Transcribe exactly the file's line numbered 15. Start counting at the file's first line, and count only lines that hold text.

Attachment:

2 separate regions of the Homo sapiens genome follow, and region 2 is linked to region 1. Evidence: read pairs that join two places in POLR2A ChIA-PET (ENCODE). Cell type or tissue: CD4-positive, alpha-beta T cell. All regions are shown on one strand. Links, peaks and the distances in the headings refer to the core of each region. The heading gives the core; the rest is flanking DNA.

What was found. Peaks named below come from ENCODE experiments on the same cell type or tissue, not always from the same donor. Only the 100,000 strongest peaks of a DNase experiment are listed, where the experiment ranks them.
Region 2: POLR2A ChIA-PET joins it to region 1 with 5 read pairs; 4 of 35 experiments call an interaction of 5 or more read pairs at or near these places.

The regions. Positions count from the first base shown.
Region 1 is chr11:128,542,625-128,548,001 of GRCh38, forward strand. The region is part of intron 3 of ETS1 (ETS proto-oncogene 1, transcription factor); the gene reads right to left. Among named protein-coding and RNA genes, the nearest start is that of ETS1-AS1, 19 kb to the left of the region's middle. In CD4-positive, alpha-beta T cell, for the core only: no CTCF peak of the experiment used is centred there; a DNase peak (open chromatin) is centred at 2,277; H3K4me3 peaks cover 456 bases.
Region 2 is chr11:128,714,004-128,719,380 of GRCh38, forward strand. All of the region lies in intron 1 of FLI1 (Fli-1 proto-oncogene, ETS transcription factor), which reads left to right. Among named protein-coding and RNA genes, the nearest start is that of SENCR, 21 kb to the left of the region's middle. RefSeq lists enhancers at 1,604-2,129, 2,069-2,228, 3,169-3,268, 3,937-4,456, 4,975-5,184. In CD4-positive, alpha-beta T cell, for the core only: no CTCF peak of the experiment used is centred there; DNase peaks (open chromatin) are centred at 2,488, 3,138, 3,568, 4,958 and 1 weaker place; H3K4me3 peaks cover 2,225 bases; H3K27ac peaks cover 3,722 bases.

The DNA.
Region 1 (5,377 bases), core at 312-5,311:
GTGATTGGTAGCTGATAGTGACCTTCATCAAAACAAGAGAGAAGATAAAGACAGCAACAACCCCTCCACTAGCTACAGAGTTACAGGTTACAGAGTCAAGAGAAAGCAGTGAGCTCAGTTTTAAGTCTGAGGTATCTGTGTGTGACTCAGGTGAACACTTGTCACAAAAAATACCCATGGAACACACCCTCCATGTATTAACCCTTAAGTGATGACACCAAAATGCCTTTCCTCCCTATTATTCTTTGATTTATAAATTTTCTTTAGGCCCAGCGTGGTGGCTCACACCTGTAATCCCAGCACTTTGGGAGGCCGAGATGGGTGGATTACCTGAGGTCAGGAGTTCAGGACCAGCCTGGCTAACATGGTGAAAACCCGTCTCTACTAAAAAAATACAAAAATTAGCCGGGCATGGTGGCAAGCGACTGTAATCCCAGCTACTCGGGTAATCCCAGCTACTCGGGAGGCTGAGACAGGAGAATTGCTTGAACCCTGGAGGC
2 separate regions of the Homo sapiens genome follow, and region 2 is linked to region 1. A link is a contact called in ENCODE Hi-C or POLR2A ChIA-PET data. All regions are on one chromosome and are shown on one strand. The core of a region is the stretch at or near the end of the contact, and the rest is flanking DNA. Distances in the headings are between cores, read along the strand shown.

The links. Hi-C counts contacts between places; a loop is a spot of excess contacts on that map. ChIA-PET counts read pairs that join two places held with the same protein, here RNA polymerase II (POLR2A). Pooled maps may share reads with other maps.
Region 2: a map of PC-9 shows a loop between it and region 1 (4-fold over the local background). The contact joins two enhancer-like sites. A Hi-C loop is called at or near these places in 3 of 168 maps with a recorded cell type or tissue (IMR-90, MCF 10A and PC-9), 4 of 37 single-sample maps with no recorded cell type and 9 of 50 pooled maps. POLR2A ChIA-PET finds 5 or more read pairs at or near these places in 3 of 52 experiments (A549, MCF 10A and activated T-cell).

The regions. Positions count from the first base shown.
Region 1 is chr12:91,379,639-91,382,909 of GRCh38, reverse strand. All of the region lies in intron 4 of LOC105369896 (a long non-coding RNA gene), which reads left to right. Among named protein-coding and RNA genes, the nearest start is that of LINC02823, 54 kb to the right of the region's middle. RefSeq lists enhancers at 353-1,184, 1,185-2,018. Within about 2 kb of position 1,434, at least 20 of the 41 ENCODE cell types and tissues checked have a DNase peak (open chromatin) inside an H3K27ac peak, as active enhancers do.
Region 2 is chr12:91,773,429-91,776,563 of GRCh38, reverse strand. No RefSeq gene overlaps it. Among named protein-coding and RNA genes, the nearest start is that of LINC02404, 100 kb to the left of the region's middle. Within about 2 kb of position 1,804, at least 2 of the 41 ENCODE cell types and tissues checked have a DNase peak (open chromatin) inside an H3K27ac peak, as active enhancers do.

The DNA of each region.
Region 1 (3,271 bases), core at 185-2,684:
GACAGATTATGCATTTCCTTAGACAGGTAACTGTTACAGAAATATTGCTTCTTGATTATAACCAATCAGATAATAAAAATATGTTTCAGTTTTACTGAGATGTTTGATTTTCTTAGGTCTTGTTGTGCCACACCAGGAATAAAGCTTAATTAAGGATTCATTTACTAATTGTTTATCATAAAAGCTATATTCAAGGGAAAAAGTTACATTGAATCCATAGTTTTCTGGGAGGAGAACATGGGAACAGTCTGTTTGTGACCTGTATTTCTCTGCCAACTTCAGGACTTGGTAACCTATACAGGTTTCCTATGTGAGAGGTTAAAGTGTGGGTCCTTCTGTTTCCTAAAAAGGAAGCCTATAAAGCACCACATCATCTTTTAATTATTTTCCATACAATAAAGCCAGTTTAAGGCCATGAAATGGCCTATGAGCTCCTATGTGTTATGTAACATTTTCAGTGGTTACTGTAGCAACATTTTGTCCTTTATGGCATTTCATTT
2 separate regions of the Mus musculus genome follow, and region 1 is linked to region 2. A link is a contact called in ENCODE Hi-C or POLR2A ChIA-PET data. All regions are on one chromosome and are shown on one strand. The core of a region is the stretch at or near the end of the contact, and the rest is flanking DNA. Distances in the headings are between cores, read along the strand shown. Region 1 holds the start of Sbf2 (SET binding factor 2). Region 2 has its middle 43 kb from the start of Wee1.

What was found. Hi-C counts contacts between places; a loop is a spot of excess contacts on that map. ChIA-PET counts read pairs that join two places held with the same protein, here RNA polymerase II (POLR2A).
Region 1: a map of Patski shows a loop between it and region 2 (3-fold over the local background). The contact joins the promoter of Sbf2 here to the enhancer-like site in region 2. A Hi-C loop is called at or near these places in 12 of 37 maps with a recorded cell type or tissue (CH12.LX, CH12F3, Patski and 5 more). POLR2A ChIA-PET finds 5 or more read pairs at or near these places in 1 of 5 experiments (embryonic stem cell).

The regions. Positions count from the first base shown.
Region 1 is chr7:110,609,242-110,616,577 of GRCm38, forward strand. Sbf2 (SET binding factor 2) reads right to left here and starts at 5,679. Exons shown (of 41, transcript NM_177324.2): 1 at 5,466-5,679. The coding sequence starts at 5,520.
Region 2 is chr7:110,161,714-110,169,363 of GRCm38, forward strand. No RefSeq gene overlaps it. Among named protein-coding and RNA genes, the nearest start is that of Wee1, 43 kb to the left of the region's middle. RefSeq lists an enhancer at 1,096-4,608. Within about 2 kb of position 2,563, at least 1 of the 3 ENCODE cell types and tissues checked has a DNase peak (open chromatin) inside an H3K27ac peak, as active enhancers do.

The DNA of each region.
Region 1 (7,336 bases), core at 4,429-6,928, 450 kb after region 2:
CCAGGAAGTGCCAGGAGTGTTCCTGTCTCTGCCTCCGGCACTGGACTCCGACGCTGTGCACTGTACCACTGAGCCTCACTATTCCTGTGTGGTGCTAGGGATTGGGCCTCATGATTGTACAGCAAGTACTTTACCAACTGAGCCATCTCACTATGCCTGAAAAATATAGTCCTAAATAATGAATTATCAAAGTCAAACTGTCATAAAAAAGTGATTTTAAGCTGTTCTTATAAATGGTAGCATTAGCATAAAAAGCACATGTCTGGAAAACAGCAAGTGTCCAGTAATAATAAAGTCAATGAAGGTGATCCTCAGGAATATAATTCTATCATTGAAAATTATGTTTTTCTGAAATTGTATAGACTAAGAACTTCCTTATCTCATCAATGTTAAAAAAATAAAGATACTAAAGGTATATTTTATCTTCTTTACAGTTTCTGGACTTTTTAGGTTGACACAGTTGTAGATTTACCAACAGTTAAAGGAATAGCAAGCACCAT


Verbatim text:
Region 2 is chr12:91,773,429-91,776,563 of GRCh38, reverse strand. No RefSeq gene overlaps it. Among named protein-coding and RNA genes, the nearest start is that of LINC02404, 100 kb to the left of the region's middle. Within about 2 kb of position 1,804, at least 2 of the 41 ENCODE cell types and tissues checked have a DNase peak (open chromatin) inside an H3K27ac peak, as active enhancers do.